Fall prevention and protection requires team effort and preplanning. Many employers are remiss in applying the team approach, forgetting that the end-user in the harness must be a part of the planning process. They’re wearing the gear.
In order to be effective, all parts of the system must be in place and working together. The following factors must be addressed when developing a successful fall prevention and protection program.
- Each situation, whether a job-site or task specific, requires a well conceived fall protection program that begins with identification of all potential fall hazards in a work place. As a general rule, any time a worker is at a height greater than 4 feet, a fall hazard exists. Where a fall hazard exists, there are two acceptable options:(1) eliminate the hazard, or (2) provide protection against it.
Ideally, it is best to totally eliminate the hazard. Since elimination is often not possible, other measures such as the wearing of personal protection equipment (PPE) are required.
Written Fall Protection Program
- Following hazard identification, a written program should be developed specifying how to deal with each hazard. The program should utilize the following hierarchy:1. Prevention, which includes eliminating or engineering out the hazard, or:
2. Protection, which includes personal fall arrest systems.
If standardized safe work practices and operating procedures can eliminate the hazard, then such procedures should be specified as part of your preventive techniques.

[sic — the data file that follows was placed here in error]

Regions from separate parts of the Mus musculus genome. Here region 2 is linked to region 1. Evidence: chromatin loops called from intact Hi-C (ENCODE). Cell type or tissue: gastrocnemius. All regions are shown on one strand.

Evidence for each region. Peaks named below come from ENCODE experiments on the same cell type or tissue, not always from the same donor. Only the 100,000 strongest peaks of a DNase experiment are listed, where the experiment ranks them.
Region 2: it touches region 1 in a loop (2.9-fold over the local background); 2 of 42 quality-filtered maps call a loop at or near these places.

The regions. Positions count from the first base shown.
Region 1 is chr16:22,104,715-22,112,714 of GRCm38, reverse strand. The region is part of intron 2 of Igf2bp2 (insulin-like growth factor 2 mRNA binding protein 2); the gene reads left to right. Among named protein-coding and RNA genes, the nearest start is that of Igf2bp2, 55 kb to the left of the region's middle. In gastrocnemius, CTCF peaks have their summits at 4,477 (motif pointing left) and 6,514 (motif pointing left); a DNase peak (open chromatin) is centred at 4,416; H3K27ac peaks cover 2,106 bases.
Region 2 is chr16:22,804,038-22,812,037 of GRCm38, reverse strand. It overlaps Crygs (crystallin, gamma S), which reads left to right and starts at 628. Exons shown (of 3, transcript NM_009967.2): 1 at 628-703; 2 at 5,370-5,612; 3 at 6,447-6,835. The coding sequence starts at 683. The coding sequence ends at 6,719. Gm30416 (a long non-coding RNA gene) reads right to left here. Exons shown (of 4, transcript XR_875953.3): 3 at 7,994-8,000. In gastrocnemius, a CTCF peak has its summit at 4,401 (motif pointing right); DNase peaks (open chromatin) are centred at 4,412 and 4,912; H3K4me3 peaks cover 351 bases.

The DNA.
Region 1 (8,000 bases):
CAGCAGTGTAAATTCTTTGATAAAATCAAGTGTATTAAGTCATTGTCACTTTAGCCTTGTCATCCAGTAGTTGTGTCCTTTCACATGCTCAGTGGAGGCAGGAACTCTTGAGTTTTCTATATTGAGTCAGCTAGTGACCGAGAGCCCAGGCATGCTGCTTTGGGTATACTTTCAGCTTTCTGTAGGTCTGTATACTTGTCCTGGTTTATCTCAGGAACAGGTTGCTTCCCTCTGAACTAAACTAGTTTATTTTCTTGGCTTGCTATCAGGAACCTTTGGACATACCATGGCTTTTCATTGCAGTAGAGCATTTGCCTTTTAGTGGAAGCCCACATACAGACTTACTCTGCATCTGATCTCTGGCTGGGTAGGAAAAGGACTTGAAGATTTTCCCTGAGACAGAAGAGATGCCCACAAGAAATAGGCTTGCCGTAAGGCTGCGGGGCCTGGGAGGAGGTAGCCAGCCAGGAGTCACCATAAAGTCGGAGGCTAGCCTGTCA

Where personal fall arrest systems are needed, the program should state what types of fall protection measures are to be used, how they are to be used, and who is responsible for overall supervision and training. This program need not be elaborate, but it should cover the basics with the essential elements clearly conveyed and understood by all participants in the program.
Any employee who might be exposed to a fall hazard must be trained by a Competent Person.
- The employer must know the types of fall protection equipment available, and decide which would be most suitable for the workplace. Because all work environments differ, it is impossible for the equipment manufacturer to determine exactly which fall protection products will provide maximum protection for each job. OSHA (Occupation Health and Safety Administration) requires that these decisions be made by a Qualified and/or Competent Person.